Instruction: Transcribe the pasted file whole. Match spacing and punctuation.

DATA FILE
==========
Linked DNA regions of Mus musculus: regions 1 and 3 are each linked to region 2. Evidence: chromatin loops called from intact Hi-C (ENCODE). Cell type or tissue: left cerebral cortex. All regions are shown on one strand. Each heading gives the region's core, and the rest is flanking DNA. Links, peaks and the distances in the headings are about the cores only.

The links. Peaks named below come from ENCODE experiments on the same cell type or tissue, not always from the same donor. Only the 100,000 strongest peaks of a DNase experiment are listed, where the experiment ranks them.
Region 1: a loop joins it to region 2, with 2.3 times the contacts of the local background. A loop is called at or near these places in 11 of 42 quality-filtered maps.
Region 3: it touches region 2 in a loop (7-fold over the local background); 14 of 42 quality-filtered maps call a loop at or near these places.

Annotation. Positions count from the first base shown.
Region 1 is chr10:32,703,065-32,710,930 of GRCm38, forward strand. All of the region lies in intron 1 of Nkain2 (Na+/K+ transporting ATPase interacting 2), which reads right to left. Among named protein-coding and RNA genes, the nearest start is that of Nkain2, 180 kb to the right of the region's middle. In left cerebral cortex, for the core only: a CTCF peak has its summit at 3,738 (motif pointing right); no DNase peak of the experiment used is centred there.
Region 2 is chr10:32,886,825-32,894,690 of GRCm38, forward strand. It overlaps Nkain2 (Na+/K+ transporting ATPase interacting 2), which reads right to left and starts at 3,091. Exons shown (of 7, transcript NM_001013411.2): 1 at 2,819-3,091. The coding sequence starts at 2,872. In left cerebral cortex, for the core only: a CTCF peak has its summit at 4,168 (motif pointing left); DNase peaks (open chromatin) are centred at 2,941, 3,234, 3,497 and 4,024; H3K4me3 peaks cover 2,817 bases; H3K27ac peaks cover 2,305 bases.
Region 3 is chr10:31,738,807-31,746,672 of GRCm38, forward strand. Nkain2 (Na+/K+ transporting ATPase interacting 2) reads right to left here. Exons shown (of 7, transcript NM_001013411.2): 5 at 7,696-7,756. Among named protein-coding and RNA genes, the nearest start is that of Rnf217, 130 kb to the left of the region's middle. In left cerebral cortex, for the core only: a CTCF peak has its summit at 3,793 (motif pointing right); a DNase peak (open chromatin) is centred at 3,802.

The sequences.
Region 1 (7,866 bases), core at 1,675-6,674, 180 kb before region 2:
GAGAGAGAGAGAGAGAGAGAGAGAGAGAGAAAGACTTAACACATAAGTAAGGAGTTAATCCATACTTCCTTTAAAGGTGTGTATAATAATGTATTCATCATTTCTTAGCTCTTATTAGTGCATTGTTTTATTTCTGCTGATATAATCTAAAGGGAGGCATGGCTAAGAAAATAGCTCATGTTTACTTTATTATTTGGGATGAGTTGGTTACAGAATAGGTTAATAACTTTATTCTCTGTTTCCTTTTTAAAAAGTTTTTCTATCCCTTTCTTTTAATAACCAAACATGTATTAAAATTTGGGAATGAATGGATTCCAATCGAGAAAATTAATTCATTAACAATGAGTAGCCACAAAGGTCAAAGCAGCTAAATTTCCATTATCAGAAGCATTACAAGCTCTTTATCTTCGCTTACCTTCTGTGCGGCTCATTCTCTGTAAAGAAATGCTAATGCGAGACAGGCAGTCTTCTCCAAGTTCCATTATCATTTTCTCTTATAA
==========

Linked DNA regions of Mus musculus: regions 1 and 3 are each linked to region 2. Evidence: chromatin loops called from intact Hi-C (ENCODE). Cell type or tissue: left cerebral cortex. All regions are shown on one strand. Each heading gives the region's core, and the rest is flanking DNA. Links, peaks and the distances in the headings are about the cores only.

The links. Peaks named below come from ENCODE experiments on the same cell type or tissue, not always from the same donor. Only the 100,000 strongest peaks of a DNase experiment are listed, where the experiment ranks them.
Region 1: a loop joins it to region 2, with 2.3 times the contacts of the local background. A loop is called at or near these places in 11 of 42 quality-filtered maps.
Region 3: it touches region 2 in a loop (7-fold over the local background); 14 of 42 quality-filtered maps call a loop at or near these places.

Annotation. Positions count from the first base shown.
Region 1 is chr10:32,703,065-32,710,930 of GRCm38, forward strand. All of the region lies in intron 1 of Nkain2 (Na+/K+ transporting ATPase interacting 2), which reads right to left. Among named protein-coding and RNA genes, the nearest start is that of Nkain2, 180 kb to the right of the region's middle. In left cerebral cortex, for the core only: a CTCF peak has its summit at 3,738 (motif pointing right); no DNase peak of the experiment used is centred there.
Region 2 is chr10:32,886,825-32,894,690 of GRCm38, forward strand. It overlaps Nkain2 (Na+/K+ transporting ATPase interacting 2), which reads right to left and starts at 3,091. Exons shown (of 7, transcript NM_001013411.2): 1 at 2,819-3,091. The coding sequence starts at 2,872. In left cerebral cortex, for the core only: a CTCF peak has its summit at 4,168 (motif pointing left); DNase peaks (open chromatin) are centred at 2,941, 3,234, 3,497 and 4,024; H3K4me3 peaks cover 2,817 bases; H3K27ac peaks cover 2,305 bases.
Region 3 is chr10:31,738,807-31,746,672 of GRCm38, forward strand. Nkain2 (Na+/K+ transporting ATPase interacting 2) reads right to left here. Exons shown (of 7, transcript NM_001013411.2): 5 at 7,696-7,756. Among named protein-coding and RNA genes, the nearest start is that of Rnf217, 130 kb to the left of the region's middle. In left cerebral cortex, for the core only: a CTCF peak has its summit at 3,793 (motif pointing right); a DNase peak (open chromatin) is centred at 3,802.

The sequences.
Region 1 (7,866 bases), core at 1,675-6,674, 180 kb before region 2:
GAGAGAGAGAGAGAGAGAGAGAGAGAGAGAAAGACTTAACACATAAGTAAGGAGTTAATCCATACTTCCTTTAAAGGTGTGTATAATAATGTATTCATCATTTCTTAGCTCTTATTAGTGCATTGTTTTATTTCTGCTGATATAATCTAAAGGGAGGCATGGCTAAGAAAATAGCTCATGTTTACTTTATTATTTGGGATGAGTTGGTTACAGAATAGGTTAATAACTTTATTCTCTGTTTCCTTTTTAAAAAGTTTTTCTATCCCTTTCTTTTAATAACCAAACATGTATTAAAATTTGGGAATGAATGGATTCCAATCGAGAAAATTAATTCATTAACAATGAGTAGCCACAAAGGTCAAAGCAGCTAAATTTCCATTATCAGAAGCATTACAAGCTCTTTATCTTCGCTTACCTTCTGTGCGGCTCATTCTCTGTAAAGAAATGCTAATGCGAGACAGGCAGTCTTCTCCAAGTTCCATTATCATTTTCTCTTATAA